As marketers, we face the overwhelming challenge of demonstrating proof that our tactics are effective. But how can we convince management if we are not convinced of our own data?
Here’s the reality, which I recently learned for myself: If you’re running email marketing, it’s very likely that your performance reports are not disclosing the full truth… inflated CTRs (click-through rates) and open rates being the main culprits.
Email security programs – loved by recipients, hated by senders
Barracuda. SpamTitan. Mimecast. Email bots that serve a single purpose: to protect users from unsafe content. These programs scan inbound emails and attachments for possible threats, including viruses, malware, or spammy content by clicking on links to test for unsafe content.
For email marketers, this creates several challenges:
- Inflated CTRs and open rates due to artificial clicks and opens
- Disrupting the sales team’s lead followup process as a result of false signals
- Losing confidence in data quality (quantity ≠ quality)
Real or artificial clicks?
In reviewing recent email marketing performance reports, I noticed an unusual pattern: Some leads were clicking on every link in the email…header, main body, footer, even the subscription preferences link — yet they were not unsubscribing. Not only that, but this suspicious click activity was happening almost immediately after the email was deployed. I speculated that these clicks were not “human”, but rather “artificial” clicks generated from email filters.
Hidden pixels are your frenemy
To test my hypothesis, I implemented a hidden 1×1 pixel in the header, main body, and footer section in the next email. The pixels were linked and tagged with UTM tracking — and only visible to bots.
Sure enough, several email addresses were flagged as clicking on the hidden pixels.
All that brings me back to the question of whether or not marketing data can be trusted. It’s critical to “trust, but verify” all data points before jumping to conclusions. Scrutinizing performance reports and flagging unusual activity or patterns helps. Don’t do an injustice to yourself and your company by sharing results that they want (or think they want) to hear. Troubleshoot artificial activity and decide on a plan of action:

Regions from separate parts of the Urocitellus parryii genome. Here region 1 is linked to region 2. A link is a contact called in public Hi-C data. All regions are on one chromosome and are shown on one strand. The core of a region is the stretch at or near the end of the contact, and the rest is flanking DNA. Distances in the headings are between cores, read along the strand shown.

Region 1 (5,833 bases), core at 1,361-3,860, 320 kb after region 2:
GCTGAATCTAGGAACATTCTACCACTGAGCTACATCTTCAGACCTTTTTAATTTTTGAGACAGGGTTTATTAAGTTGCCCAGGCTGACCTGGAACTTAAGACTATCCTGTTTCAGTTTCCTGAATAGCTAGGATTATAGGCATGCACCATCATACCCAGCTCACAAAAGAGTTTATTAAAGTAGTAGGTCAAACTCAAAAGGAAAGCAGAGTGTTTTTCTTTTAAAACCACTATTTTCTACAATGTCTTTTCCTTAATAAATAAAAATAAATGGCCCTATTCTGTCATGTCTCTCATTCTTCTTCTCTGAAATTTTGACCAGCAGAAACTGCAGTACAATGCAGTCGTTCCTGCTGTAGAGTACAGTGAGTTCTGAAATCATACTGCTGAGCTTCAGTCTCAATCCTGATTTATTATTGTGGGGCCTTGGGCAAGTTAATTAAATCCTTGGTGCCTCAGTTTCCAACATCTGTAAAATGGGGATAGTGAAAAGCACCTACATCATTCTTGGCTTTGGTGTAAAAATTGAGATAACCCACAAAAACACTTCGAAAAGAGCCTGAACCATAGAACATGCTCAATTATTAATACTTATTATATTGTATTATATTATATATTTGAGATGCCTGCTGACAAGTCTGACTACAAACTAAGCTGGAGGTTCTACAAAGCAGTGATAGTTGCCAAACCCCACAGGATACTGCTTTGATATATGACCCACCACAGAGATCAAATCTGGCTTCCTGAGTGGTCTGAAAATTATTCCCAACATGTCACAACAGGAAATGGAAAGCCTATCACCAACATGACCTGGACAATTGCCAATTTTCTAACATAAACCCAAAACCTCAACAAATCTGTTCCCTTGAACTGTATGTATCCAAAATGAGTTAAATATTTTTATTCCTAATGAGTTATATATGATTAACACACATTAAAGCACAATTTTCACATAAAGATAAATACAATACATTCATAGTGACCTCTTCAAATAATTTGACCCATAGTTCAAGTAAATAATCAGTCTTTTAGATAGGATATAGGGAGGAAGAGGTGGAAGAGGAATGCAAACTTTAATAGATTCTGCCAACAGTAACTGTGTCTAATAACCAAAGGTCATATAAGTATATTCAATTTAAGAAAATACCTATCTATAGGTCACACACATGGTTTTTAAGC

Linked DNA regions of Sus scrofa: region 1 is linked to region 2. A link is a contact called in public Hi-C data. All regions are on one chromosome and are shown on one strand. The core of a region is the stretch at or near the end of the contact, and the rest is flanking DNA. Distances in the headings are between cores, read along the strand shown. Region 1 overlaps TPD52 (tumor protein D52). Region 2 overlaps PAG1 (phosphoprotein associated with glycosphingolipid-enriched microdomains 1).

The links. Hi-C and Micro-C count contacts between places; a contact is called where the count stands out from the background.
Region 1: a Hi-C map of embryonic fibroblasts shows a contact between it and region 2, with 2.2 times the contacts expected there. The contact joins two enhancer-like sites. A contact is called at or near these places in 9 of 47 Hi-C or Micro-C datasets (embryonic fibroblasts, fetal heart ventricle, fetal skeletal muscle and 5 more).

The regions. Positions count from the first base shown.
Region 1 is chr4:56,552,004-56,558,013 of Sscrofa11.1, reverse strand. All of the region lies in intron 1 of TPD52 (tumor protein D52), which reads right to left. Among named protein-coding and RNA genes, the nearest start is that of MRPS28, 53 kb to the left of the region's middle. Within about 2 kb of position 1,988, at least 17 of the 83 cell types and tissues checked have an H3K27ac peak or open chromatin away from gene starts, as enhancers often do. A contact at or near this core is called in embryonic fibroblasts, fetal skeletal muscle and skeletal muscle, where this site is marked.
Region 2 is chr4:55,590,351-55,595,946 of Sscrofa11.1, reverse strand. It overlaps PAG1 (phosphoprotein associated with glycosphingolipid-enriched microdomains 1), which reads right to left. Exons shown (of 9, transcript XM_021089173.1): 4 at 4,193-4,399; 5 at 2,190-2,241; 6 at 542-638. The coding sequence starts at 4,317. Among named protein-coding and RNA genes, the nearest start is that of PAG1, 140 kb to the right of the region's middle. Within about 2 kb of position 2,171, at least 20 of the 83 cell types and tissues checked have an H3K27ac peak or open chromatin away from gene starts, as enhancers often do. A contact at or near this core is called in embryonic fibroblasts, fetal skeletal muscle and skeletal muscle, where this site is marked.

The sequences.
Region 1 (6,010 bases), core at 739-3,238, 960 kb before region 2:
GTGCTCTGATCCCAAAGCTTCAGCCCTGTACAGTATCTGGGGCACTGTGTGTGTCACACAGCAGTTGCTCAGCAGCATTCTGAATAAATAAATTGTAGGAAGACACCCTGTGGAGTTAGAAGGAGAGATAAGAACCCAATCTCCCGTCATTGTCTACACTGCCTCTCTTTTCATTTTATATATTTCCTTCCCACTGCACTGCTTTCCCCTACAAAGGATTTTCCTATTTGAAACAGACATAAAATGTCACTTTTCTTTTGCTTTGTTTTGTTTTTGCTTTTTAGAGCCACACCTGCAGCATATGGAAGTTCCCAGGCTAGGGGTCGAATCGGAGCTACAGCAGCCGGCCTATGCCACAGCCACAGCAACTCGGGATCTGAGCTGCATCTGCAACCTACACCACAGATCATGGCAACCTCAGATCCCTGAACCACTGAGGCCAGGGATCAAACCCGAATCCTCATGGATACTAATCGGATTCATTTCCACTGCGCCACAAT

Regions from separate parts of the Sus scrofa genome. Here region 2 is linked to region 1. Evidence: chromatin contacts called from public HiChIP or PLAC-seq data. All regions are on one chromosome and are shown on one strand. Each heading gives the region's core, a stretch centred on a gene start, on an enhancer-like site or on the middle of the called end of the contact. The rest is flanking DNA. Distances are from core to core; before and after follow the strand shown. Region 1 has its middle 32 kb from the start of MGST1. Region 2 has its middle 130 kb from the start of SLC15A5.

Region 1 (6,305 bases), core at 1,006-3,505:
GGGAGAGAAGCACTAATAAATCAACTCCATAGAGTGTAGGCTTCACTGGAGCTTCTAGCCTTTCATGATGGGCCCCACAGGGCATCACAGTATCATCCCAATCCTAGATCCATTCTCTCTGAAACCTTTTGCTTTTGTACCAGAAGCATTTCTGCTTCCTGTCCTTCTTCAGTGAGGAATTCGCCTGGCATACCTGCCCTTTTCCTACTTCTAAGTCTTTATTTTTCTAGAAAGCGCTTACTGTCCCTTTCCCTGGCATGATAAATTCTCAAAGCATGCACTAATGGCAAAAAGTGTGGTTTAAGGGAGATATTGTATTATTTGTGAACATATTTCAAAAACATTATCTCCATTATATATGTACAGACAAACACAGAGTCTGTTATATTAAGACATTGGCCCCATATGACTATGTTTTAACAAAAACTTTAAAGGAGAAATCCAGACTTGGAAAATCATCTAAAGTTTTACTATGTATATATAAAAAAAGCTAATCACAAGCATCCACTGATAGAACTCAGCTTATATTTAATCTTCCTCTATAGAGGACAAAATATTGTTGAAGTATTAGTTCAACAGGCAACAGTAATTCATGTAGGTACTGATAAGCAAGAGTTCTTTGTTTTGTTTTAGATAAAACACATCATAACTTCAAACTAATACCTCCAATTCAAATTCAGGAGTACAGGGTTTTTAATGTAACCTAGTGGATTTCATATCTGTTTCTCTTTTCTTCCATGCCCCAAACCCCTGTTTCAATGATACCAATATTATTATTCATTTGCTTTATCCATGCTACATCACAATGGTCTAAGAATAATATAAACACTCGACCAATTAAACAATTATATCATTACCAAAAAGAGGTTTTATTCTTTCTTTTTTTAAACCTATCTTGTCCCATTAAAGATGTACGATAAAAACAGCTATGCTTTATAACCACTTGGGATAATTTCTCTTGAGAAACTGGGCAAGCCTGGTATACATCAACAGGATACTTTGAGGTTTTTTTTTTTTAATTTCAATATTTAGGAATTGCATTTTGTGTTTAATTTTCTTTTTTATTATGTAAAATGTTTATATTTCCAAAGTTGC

- Use common sense and always verify key data points
- Within your email programs, identify and exclude bots from future mailings
- Share results with management, sales, and other stakeholders
A word of caution…
Tread carefully before you start implementing hidden pixels across your email templates. Hiding links might appear to email security programs as an attempt to conceal bad links. You could be flagged as a bad sender, so be sure to run your email through deliverability tools to check that your sender score isn’t affected.
As the saying goes, “There are three kinds of lies: lies, damned lies, and statistics.” Sigh.
With different solutions circulating within the email marketing community, this is likely the “best solution out of the bad ones”. It all depends on what works best with your scenario and business model.
Opinions expressed in this article are those of the guest author and not necessarily Marketing Land. Staff authors are listed here.